"He's a respected member of our locker room and you can tell he hasn't spent any of his signing bonus money on clothes," Detroit Lions head coach Jim Schwartz joked of Houston's attire while introducing the cornerback.
"He's flying Detroit Lions colors, he's flying the Tigers colors, but that's the kind of the guy Chris Houston is. He's a blue-collar player in a blue-collar town. He's a guy that we appreciate very much and we're a better defense when he's been on the field for us."
It simply wouldn't have seemed right for Houston to show up in a fitted suit with a fancy tie. That's not his personality. It certainly wouldn't have conformed to his workman-like approach to the game of football.
Houston is usually one of the last players off the field and often the first one in the film room. He's worked tirelessly over the last three years - since being traded to the Lions from Atlanta - on improving his game and turning parts of his game into strengths that were weaknesses when he arrived.
"A lot of times with the flurry of activity that we had yesterday, the signing of your own player can sort of fall through the cracks and we wanted to make sure that didn't happen with Chris Houston," Schwartz said.
"He's been a three-year starter for us and he was someone who was very important for us to get under contract to move ahead with our defense and to take another step with our defense."
At 28 years old, Houston is now the veteran figure in what's shaping up to be a revamped Lions secondary, thanks to the addition of safety
"Those guys are going to look up to me," Houston said. "I text (Bill Bentley) still and talk to him through text. Jonte Green, those guys look up to me.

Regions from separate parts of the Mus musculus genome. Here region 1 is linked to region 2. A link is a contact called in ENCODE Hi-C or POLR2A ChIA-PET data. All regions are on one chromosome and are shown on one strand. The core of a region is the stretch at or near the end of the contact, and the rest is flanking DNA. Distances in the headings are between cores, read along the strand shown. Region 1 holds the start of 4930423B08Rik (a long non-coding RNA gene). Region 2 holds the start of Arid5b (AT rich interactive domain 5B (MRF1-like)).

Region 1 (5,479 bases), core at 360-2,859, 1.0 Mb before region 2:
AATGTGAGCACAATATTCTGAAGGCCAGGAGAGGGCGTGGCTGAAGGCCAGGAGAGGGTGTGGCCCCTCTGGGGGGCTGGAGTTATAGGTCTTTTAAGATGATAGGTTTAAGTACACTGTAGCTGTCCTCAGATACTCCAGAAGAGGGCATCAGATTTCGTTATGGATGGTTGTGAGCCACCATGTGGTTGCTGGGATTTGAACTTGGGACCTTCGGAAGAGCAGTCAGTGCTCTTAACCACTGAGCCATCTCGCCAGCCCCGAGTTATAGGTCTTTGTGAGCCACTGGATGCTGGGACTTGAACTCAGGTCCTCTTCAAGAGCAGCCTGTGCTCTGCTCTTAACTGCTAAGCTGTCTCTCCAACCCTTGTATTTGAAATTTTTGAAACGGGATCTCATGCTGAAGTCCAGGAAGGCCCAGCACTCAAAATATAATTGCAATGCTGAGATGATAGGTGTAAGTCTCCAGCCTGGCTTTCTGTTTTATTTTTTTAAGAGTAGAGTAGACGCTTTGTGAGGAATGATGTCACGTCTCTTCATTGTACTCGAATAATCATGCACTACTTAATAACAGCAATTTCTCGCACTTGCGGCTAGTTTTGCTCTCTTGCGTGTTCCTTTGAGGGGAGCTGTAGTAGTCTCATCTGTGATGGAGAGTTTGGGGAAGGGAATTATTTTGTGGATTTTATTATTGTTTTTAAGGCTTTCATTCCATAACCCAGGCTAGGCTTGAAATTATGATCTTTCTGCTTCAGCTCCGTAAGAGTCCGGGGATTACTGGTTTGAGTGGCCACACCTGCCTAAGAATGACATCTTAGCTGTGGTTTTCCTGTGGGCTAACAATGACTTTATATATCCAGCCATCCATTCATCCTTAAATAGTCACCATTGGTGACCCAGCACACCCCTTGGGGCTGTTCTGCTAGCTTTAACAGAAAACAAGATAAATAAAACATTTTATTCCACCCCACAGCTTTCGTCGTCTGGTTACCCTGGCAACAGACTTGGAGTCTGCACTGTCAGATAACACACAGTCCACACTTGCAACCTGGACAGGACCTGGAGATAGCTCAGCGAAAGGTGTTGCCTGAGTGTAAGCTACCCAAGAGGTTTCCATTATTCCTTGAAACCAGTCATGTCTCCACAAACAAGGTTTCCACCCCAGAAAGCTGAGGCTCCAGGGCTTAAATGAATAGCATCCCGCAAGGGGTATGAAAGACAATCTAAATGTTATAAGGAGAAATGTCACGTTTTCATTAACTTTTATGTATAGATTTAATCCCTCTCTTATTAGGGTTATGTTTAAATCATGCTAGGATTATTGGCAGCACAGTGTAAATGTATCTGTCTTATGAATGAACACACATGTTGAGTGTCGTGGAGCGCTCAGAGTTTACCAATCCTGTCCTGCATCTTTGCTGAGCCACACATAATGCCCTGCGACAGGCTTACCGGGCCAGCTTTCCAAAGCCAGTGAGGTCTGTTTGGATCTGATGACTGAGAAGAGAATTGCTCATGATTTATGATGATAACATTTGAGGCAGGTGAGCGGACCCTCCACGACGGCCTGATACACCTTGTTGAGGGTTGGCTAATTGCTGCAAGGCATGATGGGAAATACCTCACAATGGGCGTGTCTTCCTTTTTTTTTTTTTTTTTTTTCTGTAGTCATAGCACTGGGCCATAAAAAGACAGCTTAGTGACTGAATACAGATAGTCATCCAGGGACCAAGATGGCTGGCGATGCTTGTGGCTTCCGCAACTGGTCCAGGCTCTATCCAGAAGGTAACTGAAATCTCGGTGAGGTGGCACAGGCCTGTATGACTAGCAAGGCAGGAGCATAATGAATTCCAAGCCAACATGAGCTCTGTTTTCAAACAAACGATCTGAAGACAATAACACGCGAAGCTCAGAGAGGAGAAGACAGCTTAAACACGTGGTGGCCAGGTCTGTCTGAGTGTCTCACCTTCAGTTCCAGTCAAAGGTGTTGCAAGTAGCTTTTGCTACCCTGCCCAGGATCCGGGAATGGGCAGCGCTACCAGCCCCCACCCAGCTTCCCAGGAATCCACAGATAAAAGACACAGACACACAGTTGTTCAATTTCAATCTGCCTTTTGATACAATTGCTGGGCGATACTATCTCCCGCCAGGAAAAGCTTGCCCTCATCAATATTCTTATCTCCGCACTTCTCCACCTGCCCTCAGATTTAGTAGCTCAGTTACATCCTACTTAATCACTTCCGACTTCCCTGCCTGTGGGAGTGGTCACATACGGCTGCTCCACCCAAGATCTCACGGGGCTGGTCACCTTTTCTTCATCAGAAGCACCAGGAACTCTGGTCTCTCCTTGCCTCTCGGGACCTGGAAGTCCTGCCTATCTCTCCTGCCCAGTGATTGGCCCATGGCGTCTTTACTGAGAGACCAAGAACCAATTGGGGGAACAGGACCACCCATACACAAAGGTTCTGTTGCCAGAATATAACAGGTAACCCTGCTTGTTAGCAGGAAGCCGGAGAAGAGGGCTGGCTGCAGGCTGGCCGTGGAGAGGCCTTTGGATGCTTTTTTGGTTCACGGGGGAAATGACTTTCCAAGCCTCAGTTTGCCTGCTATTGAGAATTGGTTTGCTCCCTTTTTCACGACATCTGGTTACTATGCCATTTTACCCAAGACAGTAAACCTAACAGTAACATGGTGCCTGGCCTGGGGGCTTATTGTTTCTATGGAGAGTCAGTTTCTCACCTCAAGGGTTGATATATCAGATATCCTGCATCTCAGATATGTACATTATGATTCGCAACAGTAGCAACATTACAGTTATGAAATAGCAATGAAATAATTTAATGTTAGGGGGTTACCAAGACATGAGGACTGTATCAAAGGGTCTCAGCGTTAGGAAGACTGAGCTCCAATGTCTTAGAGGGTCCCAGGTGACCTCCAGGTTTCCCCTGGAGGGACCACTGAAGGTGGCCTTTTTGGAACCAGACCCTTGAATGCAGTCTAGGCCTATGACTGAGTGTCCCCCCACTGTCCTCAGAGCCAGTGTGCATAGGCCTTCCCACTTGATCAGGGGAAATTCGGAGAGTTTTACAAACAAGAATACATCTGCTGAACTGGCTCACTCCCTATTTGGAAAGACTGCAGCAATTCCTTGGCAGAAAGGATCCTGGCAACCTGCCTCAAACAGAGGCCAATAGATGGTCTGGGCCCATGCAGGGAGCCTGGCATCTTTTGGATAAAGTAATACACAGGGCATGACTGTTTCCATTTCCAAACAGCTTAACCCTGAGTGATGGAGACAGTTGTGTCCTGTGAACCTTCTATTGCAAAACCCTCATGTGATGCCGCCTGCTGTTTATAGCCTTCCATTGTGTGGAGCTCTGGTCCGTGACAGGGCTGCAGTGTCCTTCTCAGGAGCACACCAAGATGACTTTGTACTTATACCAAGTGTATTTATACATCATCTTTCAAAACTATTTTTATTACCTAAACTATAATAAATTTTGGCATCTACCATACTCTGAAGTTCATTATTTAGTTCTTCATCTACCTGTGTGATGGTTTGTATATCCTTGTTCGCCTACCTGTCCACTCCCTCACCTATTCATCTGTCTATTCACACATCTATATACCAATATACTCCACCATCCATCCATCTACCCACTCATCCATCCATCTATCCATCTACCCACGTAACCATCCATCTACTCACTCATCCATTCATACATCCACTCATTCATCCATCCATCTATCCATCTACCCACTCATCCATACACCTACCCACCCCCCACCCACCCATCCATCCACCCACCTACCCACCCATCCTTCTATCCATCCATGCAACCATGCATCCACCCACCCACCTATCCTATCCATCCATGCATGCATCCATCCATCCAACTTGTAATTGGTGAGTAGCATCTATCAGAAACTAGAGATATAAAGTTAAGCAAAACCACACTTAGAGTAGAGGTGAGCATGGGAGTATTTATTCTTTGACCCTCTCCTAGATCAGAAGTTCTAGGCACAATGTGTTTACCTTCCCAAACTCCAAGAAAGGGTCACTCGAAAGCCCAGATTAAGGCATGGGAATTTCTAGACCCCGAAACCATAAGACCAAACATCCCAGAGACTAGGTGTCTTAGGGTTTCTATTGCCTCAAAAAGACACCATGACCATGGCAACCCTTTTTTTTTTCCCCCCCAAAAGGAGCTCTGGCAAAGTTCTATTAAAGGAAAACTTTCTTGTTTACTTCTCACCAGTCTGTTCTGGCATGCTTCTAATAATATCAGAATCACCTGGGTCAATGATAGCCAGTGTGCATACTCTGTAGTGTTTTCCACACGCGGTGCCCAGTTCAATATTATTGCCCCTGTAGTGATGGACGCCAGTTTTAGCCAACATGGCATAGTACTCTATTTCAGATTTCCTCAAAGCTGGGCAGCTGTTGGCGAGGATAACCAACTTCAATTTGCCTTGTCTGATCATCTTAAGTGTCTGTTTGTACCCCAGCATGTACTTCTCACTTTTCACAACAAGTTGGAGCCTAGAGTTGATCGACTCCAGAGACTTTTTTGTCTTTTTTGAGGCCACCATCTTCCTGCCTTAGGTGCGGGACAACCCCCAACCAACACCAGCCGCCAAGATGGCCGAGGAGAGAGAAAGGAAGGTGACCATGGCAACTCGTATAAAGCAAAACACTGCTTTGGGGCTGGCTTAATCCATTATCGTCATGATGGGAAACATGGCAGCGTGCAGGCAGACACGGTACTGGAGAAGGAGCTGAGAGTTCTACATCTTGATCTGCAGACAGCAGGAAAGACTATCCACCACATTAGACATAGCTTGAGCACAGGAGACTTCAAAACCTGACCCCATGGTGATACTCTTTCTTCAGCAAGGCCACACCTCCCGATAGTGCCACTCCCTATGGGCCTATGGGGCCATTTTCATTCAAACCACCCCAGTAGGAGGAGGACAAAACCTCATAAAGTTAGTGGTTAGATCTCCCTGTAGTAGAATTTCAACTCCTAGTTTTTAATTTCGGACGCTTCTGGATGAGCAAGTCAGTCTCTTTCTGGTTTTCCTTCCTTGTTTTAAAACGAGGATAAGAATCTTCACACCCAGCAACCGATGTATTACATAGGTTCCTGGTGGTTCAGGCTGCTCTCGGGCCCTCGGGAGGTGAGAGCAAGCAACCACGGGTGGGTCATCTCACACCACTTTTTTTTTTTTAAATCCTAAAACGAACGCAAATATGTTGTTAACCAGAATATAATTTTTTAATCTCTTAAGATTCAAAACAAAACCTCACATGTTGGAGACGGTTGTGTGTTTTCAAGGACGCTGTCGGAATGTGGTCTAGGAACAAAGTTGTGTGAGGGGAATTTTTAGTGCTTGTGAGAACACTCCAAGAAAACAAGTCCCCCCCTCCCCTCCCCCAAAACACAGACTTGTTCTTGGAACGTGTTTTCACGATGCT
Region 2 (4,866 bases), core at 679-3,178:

With the ink just settling on that new five-year deal, it's realistic to think Houston will finish his playing career in Detroit, which is something he didn't necessarily envision back in 2010.
"When I came to Detroit, I just wanted to get somewhere where the coaches would let me play to my strengths," he said.
"I don't think when I was in Atlanta I got to play to those strengths. But the coaches here got me to play to my strengths and I got better each year. Even if the numbers don't say it from last year to the year before, I got better each year with some things that I've done."
In three seasons with Detroit, Houston has amassed 166 tackles, eight interceptions and defended 37 passes while starting every game he's played in but one.
"My thing was to come here and take it one year at a time and better my game and try to help the team out," Houston said.
"This is somewhere where I think my game has excelled and, you know, I didn't want to go (anywhere) else where the scheme might not fit me."
Detroit seems the perfect fit for Houston - a blue-collar town for a blue-collar player.